They used to dance about the young god and drown his cries by rattling bronze weapons, so that Saturn might not hear and so find the royal infant. Jupiter was fed upon milk and honey by the goat Amalthea and the bees. This is the end of the story, so far as bees are concerned, but perhaps you will be glad to know that when Jupiter grew up he marries Metis, whom we would call Prudence, and she administered a draught to Father Saturn, which caused him to disgorge all his children. Then Jupiter and his disgorged brothers, Neptune and Pluto, made true the words of the oracle by dethroning their very unfatherly father, and dividing his kingdom among them. Jupiter took the heavens for his portion, as you know, while Neptune took the sea, and Pluto the underground world, or the realms of the dead.
A great many people think that when bees are about to swarm, a loud noise will prevent them from leaving, and they clash on tin pans, or ring bells, or blow whistles, or do anything they can think of to make a hullabaloo. No doubt they sometimes equal the uproar made by the Curetes about the infant Jupiter.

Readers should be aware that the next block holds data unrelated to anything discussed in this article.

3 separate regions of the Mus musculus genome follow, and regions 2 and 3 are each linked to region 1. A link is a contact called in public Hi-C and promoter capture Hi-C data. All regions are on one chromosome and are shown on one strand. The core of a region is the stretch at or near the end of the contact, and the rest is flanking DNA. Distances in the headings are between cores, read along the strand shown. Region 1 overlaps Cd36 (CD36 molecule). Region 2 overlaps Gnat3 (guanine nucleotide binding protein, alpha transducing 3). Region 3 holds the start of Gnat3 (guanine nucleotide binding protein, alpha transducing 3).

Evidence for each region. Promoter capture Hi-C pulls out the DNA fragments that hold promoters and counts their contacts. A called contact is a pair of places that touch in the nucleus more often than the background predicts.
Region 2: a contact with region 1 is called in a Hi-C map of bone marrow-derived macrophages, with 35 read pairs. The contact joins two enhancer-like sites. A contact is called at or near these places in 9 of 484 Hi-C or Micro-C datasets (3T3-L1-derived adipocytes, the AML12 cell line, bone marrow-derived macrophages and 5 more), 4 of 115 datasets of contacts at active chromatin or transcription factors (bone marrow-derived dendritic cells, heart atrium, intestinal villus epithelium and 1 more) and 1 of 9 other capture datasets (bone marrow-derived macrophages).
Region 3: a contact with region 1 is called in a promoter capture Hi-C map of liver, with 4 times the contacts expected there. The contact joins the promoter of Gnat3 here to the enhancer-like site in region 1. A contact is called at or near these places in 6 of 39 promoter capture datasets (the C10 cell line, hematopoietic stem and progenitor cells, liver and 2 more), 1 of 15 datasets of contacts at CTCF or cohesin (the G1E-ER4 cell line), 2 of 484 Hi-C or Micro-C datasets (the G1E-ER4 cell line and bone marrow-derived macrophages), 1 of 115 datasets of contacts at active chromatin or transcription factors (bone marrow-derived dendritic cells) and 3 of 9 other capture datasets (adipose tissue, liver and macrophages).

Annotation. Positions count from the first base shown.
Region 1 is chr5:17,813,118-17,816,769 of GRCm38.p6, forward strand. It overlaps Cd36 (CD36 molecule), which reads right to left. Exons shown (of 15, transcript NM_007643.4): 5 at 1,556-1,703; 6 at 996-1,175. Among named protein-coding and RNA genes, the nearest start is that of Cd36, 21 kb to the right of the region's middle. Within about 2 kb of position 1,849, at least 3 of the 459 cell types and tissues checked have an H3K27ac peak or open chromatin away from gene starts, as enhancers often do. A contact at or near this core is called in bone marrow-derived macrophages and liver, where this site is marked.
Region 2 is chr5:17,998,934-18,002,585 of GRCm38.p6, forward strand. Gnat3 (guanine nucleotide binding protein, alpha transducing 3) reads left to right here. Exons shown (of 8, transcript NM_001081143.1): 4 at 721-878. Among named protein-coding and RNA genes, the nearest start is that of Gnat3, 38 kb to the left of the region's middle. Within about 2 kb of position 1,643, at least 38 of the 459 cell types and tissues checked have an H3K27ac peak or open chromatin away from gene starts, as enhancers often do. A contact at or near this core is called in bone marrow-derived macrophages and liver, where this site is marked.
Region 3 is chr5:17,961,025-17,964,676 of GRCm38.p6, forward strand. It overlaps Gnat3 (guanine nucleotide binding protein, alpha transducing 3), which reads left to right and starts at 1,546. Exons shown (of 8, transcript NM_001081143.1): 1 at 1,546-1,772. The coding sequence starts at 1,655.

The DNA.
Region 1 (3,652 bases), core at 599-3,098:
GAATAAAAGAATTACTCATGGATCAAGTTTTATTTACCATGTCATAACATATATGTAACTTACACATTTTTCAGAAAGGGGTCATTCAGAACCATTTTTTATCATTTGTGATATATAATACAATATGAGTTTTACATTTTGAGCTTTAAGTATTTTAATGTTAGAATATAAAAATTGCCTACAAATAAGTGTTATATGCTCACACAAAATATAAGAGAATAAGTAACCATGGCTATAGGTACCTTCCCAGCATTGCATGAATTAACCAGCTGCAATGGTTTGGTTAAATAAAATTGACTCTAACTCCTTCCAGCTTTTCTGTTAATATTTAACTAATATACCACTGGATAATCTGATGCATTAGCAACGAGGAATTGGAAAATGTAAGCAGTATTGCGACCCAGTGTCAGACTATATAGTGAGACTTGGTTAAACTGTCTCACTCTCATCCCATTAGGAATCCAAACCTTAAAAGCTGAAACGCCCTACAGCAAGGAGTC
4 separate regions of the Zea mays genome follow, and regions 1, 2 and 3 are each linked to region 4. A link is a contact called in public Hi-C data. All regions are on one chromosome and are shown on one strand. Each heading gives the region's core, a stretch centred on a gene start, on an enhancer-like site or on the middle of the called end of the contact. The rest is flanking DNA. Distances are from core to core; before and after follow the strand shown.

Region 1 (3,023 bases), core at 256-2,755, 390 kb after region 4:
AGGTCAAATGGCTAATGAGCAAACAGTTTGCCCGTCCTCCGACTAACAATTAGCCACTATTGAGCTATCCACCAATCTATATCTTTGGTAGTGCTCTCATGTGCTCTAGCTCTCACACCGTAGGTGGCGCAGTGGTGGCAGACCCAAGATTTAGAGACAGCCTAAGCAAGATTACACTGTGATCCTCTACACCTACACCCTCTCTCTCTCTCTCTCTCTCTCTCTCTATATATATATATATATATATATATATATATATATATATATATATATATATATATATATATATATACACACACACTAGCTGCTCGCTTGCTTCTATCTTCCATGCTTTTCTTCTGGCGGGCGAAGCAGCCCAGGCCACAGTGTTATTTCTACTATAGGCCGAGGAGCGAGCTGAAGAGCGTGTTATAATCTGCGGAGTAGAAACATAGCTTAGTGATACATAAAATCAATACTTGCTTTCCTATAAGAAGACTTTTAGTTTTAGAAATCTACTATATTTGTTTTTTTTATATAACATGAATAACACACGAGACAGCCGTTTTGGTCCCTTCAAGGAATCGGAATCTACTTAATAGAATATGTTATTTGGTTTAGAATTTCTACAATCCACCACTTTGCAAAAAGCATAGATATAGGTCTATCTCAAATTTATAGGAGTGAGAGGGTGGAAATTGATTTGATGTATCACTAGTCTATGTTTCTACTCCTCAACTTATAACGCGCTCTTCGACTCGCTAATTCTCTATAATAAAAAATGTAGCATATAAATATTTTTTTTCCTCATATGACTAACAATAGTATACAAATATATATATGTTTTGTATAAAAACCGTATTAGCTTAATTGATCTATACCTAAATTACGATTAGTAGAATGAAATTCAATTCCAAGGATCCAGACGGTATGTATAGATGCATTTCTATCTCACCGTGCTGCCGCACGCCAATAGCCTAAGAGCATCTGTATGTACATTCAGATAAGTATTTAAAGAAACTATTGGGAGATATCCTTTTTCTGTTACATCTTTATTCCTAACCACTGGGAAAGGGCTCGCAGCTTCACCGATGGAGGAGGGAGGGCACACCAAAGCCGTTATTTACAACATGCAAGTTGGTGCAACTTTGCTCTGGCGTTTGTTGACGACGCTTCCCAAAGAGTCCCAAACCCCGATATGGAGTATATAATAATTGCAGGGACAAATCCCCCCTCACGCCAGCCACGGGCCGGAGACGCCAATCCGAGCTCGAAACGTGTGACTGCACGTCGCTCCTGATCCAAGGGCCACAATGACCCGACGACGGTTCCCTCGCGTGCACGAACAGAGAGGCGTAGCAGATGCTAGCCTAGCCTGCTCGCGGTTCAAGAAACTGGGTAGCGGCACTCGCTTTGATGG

Honey was very highly valued in ancient Greece and Italy, and that which came from Mount Hymettus was specially prized. Hymettus is a mountain in Greece, near Athens, and used to contain famous bee-pastures.
A bee-pasture, you know, is a place grown over with flowers; and Mount Hymettus was said to be rosy-purple, it was so covered with heather blossoms.
Hybla, an ancient city on the sea-coast in Sicily, was also very celebrated for its honey.
Probably the best bee-pastures in the world, to-day, are in California. A great deal of the honey is made there.
Honey is not valued as highly as it used to be, because we now have sugar. But you can imagine that before the sugar-cane was cultivated, and when people had no sweet but honey, it was a most important and valuable article of food.
Honey is very good for children and for old people. It is more digestible than sugar, and most children like it better.
You remember how "The queen was in the parlor eating bread and honey," and I think it was a very good occupation for a queen or for anybody else.
A great deal of poetry has been written about bees, and there is one little verse that everybody knows. It was written by Dr. Watts.
"How doth the little honey bee
Improve each shining hour,
And gather honey all the day
From every opening flower."
The most interesting thing we have learned in modern times about bees is their relation to the flowers. Some plants cannot set seeds at all without the help of the bees, and they are very great helpers in gardens and orchards.
If you want your trees loaded with apples and pears, be sure to put a bee-hive near the orchard.
Near Boston, where a great many cucumbers are raised for market in the winter in glass houses, hives of bees are kept in the houses to fertilize the cucumbers. If the little bees did not go from flower to flower carrying the pollen from one to another, a large force of men would have to be employed to brush the pistil of each cucumber blossom with pollen.